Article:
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The Tempest

William Shakespeare
Royal Shakespeare Company
Theatre Royal, Newcastle
(2006)

Prospero and Caliban
Prospero and Arial

There's a note in the programme which tells us that the names Prospero and Faustus can mean the same thing, and the writer, Professor Jonathan Bate, goes on to draw parallels between Shakespeare's and Marlowe's characters which are very revealing, especially their abjuring of magic: "I'll burn my books," says Faust, whilst Prospero promises to "drown" his. This Prospero, played with extraordinarily powerful coldness by Patrick Stewart, is Faustian in many ways. Prospero controls everything: the weather, the sea, his servants, his captives and even his daughter, Miranda.

At one point in the long expository scene which follows the storm at sea, Prospero clicks his fingers and Miranda slumps forward in her chair, asleep, like nothing so much as the "victim" of a stage hypnotist. The audience laughed, but it is a chilling moment and indicative of the whole atmosphere of the production.

Director Rupert Goold (who has just taken over from Dominic Dromgoole as artistic director of the Oxford Stage Company, now renamed Headlong Theatre) hammers home this coldness by moving Prospero's island from the Mediterranean to the Arctic (complete, at one point, with the Aurora Borealis) and dressing the inhabitants of the island in Inuit-influenced costumes. Snow swirls around and lies on the bleak set (designed by Giles Cadle), coldly lit by Paul Anderson. As a metaphor it works well but certainly flies in the face of all expectation and does conflict at times with the text. In this setting we can accept Ariel being confined within a pine, but when Prospero threatens to pin him in an oak, it is hard to suspend our disbelief. And how can the isle be "full of music/Sounds and sweet airs that give delight" when the most common sound is the howling of the wind? And the music - in particular Ariel's songs - is far from sweet.

Goold subverts our expectations of the character of Ariel, too. We expect a spirit of the air, light and fleet of foot, and what we have is something reminiscent of Shockheaded Peter, German Expressionist cinema and Boris Karloff with a touch of Edward Scissorhands, in a long black almost priest-like gown, white make-up and a slow voice which is occasionally electronically distorted. This is not to say it doesn't work: it does, thanks to a scary performance by Julian Bleach, but it is a real shock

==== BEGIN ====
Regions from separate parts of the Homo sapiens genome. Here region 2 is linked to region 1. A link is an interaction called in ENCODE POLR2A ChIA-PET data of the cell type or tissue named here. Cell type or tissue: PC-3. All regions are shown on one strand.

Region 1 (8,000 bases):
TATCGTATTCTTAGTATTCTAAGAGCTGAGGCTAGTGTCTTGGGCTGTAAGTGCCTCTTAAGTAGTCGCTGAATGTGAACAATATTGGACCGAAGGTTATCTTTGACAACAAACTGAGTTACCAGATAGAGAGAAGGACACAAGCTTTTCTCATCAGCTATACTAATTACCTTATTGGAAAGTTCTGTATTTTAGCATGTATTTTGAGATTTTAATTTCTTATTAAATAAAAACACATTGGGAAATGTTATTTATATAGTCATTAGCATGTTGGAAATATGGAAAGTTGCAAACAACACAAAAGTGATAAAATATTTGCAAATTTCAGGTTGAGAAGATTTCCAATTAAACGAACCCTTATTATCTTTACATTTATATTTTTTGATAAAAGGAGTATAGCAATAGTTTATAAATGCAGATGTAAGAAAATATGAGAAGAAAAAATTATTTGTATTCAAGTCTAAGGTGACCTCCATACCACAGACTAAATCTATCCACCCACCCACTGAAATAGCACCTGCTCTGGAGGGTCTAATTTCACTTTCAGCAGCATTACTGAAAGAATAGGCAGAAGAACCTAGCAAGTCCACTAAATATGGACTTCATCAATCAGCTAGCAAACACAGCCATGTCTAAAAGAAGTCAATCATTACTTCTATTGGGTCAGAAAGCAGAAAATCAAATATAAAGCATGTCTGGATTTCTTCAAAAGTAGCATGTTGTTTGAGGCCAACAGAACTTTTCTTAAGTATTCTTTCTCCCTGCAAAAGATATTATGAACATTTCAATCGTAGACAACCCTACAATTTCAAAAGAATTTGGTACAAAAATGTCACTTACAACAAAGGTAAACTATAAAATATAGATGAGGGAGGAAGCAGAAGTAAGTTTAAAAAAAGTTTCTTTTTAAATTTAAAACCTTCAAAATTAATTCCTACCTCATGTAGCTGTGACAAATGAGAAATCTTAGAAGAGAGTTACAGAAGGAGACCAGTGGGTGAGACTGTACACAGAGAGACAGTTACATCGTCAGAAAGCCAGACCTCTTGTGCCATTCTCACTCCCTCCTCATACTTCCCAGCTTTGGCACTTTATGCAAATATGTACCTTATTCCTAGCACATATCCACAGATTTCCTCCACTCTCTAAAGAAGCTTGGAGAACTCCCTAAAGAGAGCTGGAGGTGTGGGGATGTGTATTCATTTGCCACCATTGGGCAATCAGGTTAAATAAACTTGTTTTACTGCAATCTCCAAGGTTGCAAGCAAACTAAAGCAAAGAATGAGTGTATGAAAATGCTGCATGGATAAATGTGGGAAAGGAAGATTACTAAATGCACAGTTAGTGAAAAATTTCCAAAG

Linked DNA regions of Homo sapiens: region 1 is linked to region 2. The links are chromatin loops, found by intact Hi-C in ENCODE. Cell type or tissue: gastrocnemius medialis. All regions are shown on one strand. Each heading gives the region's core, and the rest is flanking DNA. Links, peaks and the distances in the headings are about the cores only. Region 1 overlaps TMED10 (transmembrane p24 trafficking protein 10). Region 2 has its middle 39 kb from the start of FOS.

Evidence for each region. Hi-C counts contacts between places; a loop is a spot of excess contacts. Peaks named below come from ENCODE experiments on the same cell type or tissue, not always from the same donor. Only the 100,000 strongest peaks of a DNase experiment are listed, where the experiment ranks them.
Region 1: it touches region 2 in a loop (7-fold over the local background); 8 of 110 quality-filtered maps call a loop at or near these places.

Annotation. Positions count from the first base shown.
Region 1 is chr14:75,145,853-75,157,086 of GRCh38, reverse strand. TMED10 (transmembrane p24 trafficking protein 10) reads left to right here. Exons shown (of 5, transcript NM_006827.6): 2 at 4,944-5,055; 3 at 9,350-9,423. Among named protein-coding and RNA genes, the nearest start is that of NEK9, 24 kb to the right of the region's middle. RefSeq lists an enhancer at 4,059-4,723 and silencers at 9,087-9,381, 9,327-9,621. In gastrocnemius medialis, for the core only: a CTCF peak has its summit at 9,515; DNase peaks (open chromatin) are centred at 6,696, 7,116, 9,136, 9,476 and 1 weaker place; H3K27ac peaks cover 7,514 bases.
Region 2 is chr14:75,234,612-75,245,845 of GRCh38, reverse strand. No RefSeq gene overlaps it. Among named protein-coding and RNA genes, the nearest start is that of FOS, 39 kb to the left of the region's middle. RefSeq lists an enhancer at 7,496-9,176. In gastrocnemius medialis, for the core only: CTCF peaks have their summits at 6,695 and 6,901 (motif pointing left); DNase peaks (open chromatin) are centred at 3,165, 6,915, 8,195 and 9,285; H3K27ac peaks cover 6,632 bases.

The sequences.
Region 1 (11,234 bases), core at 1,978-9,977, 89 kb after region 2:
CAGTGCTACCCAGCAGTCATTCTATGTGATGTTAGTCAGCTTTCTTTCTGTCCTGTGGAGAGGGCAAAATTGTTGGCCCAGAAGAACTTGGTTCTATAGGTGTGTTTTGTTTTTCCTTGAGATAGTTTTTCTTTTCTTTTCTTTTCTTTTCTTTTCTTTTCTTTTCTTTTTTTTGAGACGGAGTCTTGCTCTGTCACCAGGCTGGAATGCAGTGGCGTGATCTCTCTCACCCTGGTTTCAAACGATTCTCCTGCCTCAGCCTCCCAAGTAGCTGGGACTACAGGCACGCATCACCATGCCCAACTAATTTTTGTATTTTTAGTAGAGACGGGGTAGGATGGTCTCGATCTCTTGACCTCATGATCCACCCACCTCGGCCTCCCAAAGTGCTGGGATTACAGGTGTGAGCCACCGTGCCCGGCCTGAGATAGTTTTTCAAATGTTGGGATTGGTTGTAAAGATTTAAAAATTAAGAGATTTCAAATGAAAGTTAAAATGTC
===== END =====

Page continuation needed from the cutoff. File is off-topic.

Most of the other characters are as one would expect - although I have to say that Ken Bones and John Hopkins, as Antonio and Sebastian repectively, bring more reality to their characters than in many a production I have seen - but Mariah Gale's Miranda lacks the girlishness which other actresses have brought to the part and, instead, there is more than a touch of autism in the early part of her portrayal, which is gradually allowed to fade away as Prospero loosens the tight control he exerts over her and his whole world. There is a moment of near-horror as, in her "Oh brave new world" realisation, she gazes with rapt admiration at the figure of her father's traitorous brother.

It is, however, the figure of Prospero who dominates. I have always thought of him as an ambivalent figure: not someone who is easy to sympathise with; one who, it could be thought, brought his deposition on himself; a man who is at ease threatening and inflicting pain. Stewart's Prospero has these characteristics in abundance and, even when he thaws, he is still colder than most men. What he becomes at the end is not a man who has been moved to pity and forgiveness but a man who is relinquishing control. He has manipulated nature and people to achive his aims, the marriage of his daughter and Ferdinand and his restoration to his dukedom, and thus his revenge is complete: he can let go.

It is an unusual and thought-provoking take on the character and on the play, and Goold, ably assisted by a superb cast and some very clever ideas (like the storm at sea which is can be so unconvincing but here works well), convinces us, but at the cost of passion. This is a curiously passionless Tempest.

Philip Fisher reviewed this production on its transfer to the Novello Theatre

Reviewer: Peter Lathan